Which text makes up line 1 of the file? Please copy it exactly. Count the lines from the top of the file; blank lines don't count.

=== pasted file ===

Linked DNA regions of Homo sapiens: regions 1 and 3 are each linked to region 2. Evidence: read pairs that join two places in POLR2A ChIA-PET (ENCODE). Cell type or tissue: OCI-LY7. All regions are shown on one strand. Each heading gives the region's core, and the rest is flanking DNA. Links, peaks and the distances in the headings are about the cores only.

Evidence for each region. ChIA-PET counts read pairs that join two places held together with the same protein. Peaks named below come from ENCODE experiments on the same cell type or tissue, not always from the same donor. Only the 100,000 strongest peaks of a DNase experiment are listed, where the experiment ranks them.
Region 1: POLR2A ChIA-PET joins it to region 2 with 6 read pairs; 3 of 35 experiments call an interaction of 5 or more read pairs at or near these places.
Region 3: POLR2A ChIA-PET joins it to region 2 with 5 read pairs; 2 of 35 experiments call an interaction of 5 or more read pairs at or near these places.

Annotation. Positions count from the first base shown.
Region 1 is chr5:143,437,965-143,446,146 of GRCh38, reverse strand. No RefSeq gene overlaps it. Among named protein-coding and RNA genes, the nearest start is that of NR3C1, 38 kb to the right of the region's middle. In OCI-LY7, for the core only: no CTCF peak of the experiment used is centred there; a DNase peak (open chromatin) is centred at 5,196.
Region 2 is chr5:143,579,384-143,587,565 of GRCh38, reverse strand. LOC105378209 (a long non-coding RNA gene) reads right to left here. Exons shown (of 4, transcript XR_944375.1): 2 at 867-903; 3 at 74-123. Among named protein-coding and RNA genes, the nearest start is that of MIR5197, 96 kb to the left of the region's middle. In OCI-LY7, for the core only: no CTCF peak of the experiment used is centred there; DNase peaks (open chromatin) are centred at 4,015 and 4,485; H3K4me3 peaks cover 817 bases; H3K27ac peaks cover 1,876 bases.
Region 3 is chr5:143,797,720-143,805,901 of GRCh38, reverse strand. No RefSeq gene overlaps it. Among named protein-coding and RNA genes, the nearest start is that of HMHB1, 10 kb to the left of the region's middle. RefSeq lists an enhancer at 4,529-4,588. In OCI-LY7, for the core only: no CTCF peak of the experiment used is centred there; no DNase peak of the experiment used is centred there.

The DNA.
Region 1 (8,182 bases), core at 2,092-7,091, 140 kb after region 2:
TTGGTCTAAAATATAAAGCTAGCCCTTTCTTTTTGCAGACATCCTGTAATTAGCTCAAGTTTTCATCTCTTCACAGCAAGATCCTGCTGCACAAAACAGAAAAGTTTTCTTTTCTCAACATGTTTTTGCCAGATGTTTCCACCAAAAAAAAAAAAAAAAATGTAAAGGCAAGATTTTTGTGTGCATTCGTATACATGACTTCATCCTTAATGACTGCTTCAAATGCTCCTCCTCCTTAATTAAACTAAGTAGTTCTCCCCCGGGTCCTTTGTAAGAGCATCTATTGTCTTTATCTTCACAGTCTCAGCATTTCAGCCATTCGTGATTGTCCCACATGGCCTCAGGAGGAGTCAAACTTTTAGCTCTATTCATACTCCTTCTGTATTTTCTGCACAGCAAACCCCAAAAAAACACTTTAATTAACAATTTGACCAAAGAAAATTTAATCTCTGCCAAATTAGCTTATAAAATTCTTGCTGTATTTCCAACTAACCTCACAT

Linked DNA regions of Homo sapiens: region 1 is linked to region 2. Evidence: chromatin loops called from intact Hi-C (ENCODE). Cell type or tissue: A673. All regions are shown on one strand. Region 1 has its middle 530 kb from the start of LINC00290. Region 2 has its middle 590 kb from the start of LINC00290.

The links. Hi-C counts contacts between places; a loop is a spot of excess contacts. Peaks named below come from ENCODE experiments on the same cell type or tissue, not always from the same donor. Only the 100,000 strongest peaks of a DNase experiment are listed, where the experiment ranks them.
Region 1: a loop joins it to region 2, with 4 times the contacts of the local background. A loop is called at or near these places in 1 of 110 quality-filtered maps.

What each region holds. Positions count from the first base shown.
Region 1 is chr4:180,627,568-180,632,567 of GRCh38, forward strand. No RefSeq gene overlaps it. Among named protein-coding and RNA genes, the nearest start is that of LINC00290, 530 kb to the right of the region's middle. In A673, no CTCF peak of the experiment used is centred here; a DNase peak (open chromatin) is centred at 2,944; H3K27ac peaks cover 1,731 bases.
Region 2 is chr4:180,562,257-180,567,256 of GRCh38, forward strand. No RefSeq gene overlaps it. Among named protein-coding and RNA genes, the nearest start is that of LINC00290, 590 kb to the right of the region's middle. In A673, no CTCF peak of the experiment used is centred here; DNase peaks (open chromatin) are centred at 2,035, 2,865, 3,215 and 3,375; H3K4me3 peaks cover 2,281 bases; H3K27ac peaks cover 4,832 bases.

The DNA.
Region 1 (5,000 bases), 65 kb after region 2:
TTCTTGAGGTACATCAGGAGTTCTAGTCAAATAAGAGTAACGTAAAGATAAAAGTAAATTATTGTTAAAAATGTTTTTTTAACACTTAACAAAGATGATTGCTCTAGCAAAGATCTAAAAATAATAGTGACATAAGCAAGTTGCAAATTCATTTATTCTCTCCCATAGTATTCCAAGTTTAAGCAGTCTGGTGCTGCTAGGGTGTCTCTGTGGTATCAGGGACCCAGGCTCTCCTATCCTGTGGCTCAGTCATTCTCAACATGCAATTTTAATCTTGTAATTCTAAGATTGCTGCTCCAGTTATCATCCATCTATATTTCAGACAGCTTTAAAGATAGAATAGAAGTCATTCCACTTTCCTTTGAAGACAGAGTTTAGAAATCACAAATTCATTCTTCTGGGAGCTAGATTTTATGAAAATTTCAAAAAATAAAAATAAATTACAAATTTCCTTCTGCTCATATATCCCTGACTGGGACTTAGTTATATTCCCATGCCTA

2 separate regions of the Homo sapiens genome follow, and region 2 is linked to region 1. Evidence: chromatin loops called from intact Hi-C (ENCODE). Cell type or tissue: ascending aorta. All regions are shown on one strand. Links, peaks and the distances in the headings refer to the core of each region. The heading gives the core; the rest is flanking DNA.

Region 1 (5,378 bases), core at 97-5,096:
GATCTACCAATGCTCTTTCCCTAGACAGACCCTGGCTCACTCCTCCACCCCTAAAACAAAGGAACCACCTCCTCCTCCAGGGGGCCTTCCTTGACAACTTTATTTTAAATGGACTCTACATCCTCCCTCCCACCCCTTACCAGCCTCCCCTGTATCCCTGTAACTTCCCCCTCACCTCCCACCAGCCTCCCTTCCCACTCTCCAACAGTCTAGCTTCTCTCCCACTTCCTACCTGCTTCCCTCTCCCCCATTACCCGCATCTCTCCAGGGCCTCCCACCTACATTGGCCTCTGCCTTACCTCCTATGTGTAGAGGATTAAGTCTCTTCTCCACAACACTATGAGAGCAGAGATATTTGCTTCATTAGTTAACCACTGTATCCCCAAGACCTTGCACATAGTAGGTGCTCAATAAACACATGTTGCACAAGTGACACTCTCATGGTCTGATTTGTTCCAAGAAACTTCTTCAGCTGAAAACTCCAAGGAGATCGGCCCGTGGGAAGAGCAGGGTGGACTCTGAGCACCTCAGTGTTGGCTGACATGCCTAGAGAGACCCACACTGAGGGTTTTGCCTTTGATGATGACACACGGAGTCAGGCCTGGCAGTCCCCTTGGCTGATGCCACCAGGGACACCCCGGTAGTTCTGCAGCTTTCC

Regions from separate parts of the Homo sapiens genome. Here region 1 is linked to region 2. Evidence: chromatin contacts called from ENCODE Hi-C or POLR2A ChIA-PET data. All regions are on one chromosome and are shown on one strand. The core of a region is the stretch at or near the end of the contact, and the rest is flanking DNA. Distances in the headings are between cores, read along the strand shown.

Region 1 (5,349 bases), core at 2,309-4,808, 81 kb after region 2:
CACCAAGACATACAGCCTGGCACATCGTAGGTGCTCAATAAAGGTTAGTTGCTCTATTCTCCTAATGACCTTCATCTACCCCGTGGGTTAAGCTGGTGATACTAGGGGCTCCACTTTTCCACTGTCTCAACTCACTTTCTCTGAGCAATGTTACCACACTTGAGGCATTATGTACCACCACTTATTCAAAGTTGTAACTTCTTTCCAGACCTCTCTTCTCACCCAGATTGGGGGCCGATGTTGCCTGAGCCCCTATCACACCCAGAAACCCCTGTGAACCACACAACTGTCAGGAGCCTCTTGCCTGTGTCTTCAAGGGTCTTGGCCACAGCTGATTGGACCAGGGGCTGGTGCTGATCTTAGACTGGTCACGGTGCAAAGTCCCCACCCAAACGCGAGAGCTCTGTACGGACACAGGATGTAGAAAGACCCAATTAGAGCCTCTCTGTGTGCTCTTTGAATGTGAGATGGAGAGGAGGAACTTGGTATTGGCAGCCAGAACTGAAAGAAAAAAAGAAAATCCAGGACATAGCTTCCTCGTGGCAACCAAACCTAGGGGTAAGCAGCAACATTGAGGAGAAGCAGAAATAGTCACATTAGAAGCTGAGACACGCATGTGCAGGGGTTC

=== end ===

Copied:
Linked DNA regions of Homo sapiens: regions 1 and 3 are each linked to region 2. Evidence: read pairs that join two places in POLR2A ChIA-PET (ENCODE). Cell type or tissue: OCI-LY7. All regions are shown on one strand. Each heading gives the region's core, and the rest is flanking DNA. Links, peaks and the distances in the headings are about the cores only.